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Media and Content

The easy availability of information on the Internet may lead to the commoditization of content. However, if content is free or low cost, it may be difficult for those who produce it (like journalists) to earn a living. Economists and other scholars examine this tension and suggest various solutions.

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A new study by MIT economic professor Erik Brynjolfsson and his colleagues Avinash Collis and Felix Eggers puts a dollar value on all those free digital goods people use, and builds the case that online activity can and should become part of GDP someday.
Harvard cyber and international law professor Jonathan Zittrain talks with Facebook CEO Mark Zuckerberg about privacy, autonomy, and information fiduciaries.
Privacy law expert Danielle Citron and the University of Maryland Francis King Carey School of Law are hosting a symposium to discuss the full array of implications that “deep fakes” have on our society.
For the past couple of years, Santa Clara University law professor Eric Goldman has been delving into all things emojis. This post rounds up all of his work on emojis and the law to date.
University of Virginia media studies professor Siva Vaidhyanathan discusses his new book, Antisocial Media: How Facebook Disconnects Us and Undermines Democracy.
Columbia law professor Tim Wu, who was a senior advisor at the Federal Trade Commission in 2012 when the agency settled with Facebook for failing to protect user privacy, discusses Facebook’s privacy promises then and now.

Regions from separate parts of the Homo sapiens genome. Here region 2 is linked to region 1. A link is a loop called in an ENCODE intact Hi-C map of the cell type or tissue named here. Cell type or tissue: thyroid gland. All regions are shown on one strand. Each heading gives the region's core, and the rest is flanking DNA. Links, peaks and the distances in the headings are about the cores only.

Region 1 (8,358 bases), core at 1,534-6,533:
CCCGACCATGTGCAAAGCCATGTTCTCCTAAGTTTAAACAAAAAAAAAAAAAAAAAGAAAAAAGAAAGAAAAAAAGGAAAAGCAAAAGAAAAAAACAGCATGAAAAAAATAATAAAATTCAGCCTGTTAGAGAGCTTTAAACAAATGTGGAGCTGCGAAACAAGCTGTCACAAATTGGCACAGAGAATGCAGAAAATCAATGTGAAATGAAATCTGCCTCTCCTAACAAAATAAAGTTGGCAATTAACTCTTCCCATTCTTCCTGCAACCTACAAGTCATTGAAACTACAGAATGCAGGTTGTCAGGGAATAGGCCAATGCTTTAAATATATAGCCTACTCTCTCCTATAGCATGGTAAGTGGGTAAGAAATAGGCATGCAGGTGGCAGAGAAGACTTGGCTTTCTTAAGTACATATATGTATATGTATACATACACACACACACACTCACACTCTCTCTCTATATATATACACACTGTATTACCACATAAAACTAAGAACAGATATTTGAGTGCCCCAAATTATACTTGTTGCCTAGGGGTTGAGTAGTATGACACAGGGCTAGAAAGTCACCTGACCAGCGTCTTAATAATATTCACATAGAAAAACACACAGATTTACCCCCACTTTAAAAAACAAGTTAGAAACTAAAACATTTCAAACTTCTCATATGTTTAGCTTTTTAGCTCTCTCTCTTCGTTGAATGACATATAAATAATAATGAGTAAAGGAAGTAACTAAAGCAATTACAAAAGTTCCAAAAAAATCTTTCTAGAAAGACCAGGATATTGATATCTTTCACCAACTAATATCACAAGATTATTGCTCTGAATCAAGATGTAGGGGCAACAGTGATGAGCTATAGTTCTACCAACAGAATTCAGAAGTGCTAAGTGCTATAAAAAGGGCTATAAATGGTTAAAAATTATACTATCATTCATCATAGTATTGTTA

UC Berkeley law professor Chris Hoofnagle explains how and why platforms, such as Facebook, pay developers with your personal data.
University of Virginia media studies professor Siva Vaidhyanathan offers his thoughts on Facebook and the challenges of reining in the social media platform’s impact on public discourse.
Eric Goldman, Co-Director of the Santa Clara High Tech Law Institute, provides conference highlights to insightful conversations from leaders of user-generated content websites. Video links are included.
Stanford economist Matthew Gentzkow looks at the role of social media and fake news in the 2016 U.S. presidential election.
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Quote

One Year After Zuckerberg’s Testimony About Violent Content on Facebook, Has Anything Changed?

This article discusses how difficult it is to put a stop to violent online content such as the live-streaming of New Zealand’s mosque shootings. University of Maryland law professor Danielle Citron is quoted.

Danielle Citron
MarketWatch
March 20, 2019

Featured Article

The Impact of Targeting Technology on Advertising Markets and Media Competition

This paper presents a formal analysis of advertising when the Internet allows targeting of advertisements.

By: Susan Athey, Joshua Gans